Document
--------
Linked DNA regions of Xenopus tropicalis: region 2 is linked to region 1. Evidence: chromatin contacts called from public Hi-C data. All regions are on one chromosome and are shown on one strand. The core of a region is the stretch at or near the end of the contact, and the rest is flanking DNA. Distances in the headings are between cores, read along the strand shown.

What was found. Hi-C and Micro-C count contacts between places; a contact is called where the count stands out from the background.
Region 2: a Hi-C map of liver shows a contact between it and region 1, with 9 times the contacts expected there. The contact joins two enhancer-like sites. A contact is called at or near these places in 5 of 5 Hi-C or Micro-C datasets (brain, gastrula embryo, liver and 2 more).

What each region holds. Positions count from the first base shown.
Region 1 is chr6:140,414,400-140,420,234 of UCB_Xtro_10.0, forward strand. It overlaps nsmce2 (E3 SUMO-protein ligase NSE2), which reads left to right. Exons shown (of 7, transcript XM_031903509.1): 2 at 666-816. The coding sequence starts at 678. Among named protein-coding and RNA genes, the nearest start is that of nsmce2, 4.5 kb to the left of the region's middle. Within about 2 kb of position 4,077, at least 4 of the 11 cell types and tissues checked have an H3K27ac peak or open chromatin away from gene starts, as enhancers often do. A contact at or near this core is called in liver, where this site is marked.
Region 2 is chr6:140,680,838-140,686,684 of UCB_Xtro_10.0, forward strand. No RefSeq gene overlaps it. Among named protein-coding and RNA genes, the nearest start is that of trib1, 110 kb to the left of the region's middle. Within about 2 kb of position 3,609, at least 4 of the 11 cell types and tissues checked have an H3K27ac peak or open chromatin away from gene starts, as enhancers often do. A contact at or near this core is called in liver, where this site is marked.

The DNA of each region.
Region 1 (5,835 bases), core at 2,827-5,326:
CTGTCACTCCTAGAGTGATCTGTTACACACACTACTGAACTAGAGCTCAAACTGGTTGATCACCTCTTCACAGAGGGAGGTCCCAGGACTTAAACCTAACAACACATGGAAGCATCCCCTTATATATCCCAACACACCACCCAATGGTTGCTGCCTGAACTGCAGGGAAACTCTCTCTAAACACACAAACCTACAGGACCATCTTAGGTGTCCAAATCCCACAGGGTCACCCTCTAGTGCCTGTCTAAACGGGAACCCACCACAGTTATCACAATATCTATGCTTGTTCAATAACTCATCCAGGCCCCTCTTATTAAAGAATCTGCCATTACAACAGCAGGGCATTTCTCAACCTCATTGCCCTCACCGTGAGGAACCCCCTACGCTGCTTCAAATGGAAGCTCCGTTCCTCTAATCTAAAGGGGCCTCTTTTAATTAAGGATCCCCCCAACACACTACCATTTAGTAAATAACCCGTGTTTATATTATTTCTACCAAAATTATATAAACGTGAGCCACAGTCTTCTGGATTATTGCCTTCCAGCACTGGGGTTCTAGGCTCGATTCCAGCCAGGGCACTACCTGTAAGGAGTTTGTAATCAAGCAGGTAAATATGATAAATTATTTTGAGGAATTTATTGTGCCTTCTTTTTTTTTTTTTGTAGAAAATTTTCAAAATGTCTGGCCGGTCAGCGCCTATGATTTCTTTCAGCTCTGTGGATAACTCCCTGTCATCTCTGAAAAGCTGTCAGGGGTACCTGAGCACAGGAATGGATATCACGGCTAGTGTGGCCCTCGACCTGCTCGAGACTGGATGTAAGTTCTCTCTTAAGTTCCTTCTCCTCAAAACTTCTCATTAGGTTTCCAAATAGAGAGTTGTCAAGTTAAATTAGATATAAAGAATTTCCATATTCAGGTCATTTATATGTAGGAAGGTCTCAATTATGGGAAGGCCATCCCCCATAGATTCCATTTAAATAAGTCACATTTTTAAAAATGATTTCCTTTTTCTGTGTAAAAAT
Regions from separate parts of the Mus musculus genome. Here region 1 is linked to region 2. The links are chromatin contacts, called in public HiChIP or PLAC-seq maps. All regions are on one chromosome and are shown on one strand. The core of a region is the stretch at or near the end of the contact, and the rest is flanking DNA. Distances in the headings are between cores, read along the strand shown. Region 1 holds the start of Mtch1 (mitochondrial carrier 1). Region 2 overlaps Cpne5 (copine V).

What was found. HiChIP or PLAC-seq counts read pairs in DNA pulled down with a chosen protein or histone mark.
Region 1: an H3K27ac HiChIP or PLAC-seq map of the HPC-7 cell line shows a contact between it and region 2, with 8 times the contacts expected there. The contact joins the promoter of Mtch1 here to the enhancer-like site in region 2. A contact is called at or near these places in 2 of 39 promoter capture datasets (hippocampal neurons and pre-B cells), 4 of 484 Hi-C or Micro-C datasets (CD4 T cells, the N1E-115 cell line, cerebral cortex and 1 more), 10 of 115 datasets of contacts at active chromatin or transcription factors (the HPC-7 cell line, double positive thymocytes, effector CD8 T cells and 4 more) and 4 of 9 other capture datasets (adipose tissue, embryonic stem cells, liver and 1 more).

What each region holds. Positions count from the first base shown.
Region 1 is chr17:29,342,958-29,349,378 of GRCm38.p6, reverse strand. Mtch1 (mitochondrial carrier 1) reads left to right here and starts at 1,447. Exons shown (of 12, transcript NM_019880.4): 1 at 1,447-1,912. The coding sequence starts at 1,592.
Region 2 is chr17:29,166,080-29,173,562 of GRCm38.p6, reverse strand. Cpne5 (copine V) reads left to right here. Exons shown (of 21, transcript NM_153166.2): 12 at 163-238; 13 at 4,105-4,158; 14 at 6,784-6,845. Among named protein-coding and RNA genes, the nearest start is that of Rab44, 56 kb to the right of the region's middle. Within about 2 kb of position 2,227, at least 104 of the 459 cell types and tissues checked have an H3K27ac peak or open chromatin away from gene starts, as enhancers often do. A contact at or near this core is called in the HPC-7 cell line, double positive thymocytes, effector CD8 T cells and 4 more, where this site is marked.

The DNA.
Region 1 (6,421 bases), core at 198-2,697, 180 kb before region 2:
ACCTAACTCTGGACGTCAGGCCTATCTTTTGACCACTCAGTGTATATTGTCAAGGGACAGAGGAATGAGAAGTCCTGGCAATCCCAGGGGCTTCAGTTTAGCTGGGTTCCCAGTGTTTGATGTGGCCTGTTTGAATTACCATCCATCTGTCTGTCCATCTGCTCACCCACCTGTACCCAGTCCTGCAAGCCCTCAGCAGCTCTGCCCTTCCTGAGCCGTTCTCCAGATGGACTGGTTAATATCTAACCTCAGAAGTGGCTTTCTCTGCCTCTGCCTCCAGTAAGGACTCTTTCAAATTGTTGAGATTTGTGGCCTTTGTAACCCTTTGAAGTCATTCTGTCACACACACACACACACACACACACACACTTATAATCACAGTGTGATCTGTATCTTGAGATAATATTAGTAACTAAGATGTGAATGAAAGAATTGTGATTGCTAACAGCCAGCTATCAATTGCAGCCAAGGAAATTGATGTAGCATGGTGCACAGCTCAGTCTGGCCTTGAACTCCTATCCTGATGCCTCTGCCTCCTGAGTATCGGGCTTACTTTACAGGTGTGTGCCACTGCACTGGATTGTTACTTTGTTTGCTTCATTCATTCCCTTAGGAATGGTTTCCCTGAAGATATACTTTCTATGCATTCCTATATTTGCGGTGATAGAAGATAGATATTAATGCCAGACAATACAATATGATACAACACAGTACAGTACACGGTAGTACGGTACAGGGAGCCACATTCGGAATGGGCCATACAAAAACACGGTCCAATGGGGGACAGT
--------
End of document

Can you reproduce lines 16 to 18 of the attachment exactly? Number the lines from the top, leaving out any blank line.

The DNA.
Region 1 (6,421 bases), core at 198-2,697, 180 kb before region 2:
ACCTAACTCTGGACGTCAGGCCTATCTTTTGACCACTCAGTGTATATTGTCAAGGGACAGAGGAATGAGAAGTCCTGGCAATCCCAGGGGCTTCAGTTTAGCTGGGTTCCCAGTGTTTGATGTGGCCTGTTTGAATTACCATCCATCTGTCTGTCCATCTGCTCACCCACCTGTACCCAGTCCTGCAAGCCCTCAGCAGCTCTGCCCTTCCTGAGCCGTTCTCCAGATGGACTGGTTAATATCTAACCTCAGAAGTGGCTTTCTCTGCCTCTGCCTCCAGTAAGGACTCTTTCAAATTGTTGAGATTTGTGGCCTTTGTAACCCTTTGAAGTCATTCTGTCACACACACACACACACACACACACACACTTATAATCACAGTGTGATCTGTATCTTGAGATAATATTAGTAACTAAGATGTGAATGAAAGAATTGTGATTGCTAACAGCCAGCTATCAATTGCAGCCAAGGAAATTGATGTAGCATGGTGCACAGCTCAGTCTGGCCTTGAACTCCTATCCTGATGCCTCTGCCTCCTGAGTATCGGGCTTACTTTACAGGTGTGTGCCACTGCACTGGATTGTTACTTTGTTTGCTTCATTCATTCCCTTAGGAATGGTTTCCCTGAAGATATACTTTCTATGCATTCCTATATTTGCGGTGATAGAAGATAGATATTAATGCCAGACAATACAATATGATACAACACAGTACAGTACACGGTAGTACGGTACAGGGAGCCACATTCGGAATGGGCCATACAAAAACACGGTCCAATGGGGGACAGT